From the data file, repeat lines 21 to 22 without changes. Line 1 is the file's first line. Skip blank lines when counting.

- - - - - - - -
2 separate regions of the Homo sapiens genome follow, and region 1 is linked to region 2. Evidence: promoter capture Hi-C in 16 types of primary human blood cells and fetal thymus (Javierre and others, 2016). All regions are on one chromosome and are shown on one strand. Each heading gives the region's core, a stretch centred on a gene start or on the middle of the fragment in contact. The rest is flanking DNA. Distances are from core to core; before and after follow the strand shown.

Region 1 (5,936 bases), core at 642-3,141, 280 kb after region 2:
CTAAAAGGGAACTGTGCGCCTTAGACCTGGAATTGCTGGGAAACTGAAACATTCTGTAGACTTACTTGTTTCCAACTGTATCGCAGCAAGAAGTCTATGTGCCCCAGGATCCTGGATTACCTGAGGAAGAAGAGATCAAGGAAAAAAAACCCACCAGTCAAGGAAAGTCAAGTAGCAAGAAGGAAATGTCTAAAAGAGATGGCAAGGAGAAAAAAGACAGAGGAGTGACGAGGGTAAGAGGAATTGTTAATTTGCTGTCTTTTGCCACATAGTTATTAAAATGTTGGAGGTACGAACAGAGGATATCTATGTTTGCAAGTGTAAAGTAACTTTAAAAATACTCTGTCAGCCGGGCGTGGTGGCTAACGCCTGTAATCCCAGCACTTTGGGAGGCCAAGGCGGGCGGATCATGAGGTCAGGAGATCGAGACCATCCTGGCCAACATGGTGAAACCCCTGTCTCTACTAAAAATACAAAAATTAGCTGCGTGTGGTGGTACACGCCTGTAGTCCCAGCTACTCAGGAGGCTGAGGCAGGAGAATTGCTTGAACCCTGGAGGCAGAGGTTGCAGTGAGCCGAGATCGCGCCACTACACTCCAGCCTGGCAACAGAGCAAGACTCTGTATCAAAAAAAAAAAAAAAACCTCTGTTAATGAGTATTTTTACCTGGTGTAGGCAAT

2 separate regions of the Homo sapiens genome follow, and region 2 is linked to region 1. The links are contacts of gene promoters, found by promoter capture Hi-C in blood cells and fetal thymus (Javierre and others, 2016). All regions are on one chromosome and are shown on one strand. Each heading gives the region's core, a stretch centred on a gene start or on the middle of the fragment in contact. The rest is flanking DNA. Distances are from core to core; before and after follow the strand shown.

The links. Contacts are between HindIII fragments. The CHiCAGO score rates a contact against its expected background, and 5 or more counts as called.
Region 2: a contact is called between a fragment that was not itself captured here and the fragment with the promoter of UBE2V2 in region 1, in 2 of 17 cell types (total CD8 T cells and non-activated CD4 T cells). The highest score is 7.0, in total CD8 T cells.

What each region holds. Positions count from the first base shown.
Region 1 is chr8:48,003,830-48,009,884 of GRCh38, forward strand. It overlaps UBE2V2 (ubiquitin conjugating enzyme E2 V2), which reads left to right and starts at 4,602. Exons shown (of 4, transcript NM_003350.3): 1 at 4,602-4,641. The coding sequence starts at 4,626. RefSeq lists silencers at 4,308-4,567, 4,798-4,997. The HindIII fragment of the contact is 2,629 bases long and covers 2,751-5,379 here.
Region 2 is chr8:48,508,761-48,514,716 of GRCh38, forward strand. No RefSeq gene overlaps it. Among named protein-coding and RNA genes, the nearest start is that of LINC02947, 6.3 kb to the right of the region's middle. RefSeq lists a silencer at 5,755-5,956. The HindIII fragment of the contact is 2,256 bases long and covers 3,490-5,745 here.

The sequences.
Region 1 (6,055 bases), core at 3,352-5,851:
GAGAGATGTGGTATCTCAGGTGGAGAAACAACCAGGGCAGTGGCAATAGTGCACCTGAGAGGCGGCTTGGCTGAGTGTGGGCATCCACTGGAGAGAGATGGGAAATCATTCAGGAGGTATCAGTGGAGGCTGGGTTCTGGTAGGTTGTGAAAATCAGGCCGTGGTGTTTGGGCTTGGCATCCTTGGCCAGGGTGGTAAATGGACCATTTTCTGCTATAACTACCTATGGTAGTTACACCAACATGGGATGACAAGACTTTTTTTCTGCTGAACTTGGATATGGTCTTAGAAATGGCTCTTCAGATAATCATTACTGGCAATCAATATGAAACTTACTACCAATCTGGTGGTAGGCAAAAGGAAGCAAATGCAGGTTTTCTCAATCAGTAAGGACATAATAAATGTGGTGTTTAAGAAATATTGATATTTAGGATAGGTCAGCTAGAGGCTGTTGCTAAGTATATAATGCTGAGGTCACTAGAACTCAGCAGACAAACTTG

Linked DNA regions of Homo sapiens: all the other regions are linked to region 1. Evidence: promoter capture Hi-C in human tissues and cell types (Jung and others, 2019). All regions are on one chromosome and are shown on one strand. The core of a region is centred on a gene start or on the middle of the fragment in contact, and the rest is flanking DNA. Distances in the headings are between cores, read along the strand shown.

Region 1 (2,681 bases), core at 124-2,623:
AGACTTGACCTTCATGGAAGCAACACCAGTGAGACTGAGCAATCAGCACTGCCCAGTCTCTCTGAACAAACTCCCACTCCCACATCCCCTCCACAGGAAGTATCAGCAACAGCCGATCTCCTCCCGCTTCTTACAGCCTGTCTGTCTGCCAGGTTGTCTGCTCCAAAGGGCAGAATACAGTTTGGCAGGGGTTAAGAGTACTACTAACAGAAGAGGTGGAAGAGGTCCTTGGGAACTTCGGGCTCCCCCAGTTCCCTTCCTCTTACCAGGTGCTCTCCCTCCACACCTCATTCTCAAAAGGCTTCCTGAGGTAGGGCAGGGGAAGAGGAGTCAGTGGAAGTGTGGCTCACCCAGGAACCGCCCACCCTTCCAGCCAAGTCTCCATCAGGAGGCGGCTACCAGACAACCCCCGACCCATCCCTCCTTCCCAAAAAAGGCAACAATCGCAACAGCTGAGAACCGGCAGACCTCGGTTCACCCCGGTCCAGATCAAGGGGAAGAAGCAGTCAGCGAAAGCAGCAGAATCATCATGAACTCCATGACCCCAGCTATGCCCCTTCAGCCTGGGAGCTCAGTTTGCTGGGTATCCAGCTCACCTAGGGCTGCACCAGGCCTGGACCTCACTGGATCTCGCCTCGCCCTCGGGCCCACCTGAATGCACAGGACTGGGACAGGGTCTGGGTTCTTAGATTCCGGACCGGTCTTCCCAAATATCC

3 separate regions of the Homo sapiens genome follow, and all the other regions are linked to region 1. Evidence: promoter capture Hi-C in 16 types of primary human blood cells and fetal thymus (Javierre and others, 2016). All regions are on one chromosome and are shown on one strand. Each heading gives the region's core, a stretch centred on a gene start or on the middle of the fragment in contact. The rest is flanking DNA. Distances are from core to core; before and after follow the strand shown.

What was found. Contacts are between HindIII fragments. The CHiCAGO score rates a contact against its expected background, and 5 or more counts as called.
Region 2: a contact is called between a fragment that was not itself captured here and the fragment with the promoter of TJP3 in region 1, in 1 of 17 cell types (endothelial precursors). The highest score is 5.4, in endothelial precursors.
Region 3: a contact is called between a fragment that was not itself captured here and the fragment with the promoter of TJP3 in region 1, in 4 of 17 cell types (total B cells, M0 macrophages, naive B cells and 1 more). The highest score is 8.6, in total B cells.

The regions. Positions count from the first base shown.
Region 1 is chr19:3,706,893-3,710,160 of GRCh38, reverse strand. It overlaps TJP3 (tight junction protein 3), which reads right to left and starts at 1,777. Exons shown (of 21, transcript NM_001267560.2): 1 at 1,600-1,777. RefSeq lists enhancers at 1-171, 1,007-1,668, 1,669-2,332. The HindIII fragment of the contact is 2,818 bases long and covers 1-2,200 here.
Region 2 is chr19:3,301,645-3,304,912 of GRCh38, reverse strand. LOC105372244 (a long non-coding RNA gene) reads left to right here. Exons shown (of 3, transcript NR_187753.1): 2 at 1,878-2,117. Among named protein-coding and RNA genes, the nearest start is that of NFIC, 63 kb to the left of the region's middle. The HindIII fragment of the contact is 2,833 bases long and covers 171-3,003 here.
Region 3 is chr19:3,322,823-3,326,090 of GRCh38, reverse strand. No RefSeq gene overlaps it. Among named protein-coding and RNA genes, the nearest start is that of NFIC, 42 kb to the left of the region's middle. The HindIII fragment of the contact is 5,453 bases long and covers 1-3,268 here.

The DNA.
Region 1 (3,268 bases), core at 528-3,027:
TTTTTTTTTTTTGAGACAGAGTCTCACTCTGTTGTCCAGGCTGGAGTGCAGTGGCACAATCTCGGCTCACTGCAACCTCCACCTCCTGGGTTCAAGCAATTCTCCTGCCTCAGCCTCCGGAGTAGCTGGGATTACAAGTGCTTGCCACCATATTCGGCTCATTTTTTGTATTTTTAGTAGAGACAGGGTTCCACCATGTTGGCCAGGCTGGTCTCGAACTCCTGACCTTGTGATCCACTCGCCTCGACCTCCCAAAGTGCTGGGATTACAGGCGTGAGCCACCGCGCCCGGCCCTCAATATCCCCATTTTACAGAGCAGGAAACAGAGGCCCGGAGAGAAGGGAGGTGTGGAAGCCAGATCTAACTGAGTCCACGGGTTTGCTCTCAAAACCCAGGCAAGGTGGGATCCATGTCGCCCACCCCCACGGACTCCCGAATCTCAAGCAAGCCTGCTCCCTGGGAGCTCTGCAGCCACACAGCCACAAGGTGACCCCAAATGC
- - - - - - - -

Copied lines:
Region 1 is chr19:3,706,893-3,710,160 of GRCh38, reverse strand. It overlaps TJP3 (tight junction protein 3), which reads right to left and starts at 1,777. Exons shown (of 21, transcript NM_001267560.2): 1 at 1,600-1,777. RefSeq lists enhancers at 1-171, 1,007-1,668, 1,669-2,332. The HindIII fragment of the contact is 2,818 bases long and covers 1-2,200 here.
Region 2 is chr19:3,301,645-3,304,912 of GRCh38, reverse strand. LOC105372244 (a long non-coding RNA gene) reads left to right here. Exons shown (of 3, transcript NR_187753.1): 2 at 1,878-2,117. Among named protein-coding and RNA genes, the nearest start is that of NFIC, 63 kb to the left of the region's middle. The HindIII fragment of the contact is 2,833 bases long and covers 171-3,003 here.